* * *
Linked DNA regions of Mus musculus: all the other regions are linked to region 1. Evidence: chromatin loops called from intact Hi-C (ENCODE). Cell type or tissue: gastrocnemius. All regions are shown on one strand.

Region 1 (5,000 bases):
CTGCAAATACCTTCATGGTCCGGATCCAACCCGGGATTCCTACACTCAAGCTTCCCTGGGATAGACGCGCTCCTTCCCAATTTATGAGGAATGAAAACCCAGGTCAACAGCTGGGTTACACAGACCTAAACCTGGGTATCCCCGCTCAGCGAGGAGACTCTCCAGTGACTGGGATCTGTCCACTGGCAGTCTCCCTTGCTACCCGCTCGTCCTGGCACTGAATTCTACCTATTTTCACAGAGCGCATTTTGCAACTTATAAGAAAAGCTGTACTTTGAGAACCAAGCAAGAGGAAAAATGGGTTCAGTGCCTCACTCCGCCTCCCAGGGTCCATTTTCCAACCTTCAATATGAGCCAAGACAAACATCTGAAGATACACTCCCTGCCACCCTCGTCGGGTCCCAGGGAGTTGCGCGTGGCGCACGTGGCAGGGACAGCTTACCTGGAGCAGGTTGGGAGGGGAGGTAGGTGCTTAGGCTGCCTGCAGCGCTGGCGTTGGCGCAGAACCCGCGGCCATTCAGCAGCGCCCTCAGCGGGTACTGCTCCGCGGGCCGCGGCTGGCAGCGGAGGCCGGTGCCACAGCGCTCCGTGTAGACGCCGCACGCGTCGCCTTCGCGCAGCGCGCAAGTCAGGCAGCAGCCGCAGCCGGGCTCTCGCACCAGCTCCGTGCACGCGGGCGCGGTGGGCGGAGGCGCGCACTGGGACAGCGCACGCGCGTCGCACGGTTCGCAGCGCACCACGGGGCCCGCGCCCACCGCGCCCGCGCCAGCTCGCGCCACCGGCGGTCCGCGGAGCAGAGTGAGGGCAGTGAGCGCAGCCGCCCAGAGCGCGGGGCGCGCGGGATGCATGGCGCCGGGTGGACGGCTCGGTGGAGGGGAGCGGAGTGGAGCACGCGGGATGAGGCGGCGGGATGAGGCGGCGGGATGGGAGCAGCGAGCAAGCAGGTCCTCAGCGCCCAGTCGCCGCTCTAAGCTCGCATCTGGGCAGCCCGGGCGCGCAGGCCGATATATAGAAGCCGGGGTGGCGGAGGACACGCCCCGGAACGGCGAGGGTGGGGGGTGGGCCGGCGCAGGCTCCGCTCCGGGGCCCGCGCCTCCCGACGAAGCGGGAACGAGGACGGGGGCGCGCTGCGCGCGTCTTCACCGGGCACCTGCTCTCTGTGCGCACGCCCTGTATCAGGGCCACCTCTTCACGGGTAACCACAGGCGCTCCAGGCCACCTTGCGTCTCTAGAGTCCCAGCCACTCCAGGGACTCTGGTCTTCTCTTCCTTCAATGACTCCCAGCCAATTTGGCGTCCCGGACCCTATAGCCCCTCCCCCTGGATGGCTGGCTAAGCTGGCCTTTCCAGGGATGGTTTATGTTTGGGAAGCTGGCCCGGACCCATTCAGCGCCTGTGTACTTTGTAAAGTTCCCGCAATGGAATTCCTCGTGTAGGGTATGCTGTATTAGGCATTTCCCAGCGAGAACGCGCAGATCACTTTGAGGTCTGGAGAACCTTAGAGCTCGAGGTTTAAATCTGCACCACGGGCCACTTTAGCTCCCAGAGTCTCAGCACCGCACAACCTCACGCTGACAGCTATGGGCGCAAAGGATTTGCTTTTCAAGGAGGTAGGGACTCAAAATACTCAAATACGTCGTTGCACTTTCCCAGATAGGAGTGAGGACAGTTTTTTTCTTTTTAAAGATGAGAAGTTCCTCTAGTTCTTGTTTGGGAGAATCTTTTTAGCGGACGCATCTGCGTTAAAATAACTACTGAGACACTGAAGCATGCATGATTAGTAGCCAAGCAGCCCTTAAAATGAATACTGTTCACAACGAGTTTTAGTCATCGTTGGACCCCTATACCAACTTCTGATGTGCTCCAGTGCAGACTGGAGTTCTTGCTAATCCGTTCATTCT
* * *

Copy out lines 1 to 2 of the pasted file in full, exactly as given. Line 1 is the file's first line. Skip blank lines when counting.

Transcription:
Linked DNA regions of Mus musculus: all the other regions are linked to region 1. Evidence: chromatin loops called from intact Hi-C (ENCODE). Cell type or tissue: gastrocnemius. All regions are shown on one strand.

Region 1 (5,000 bases):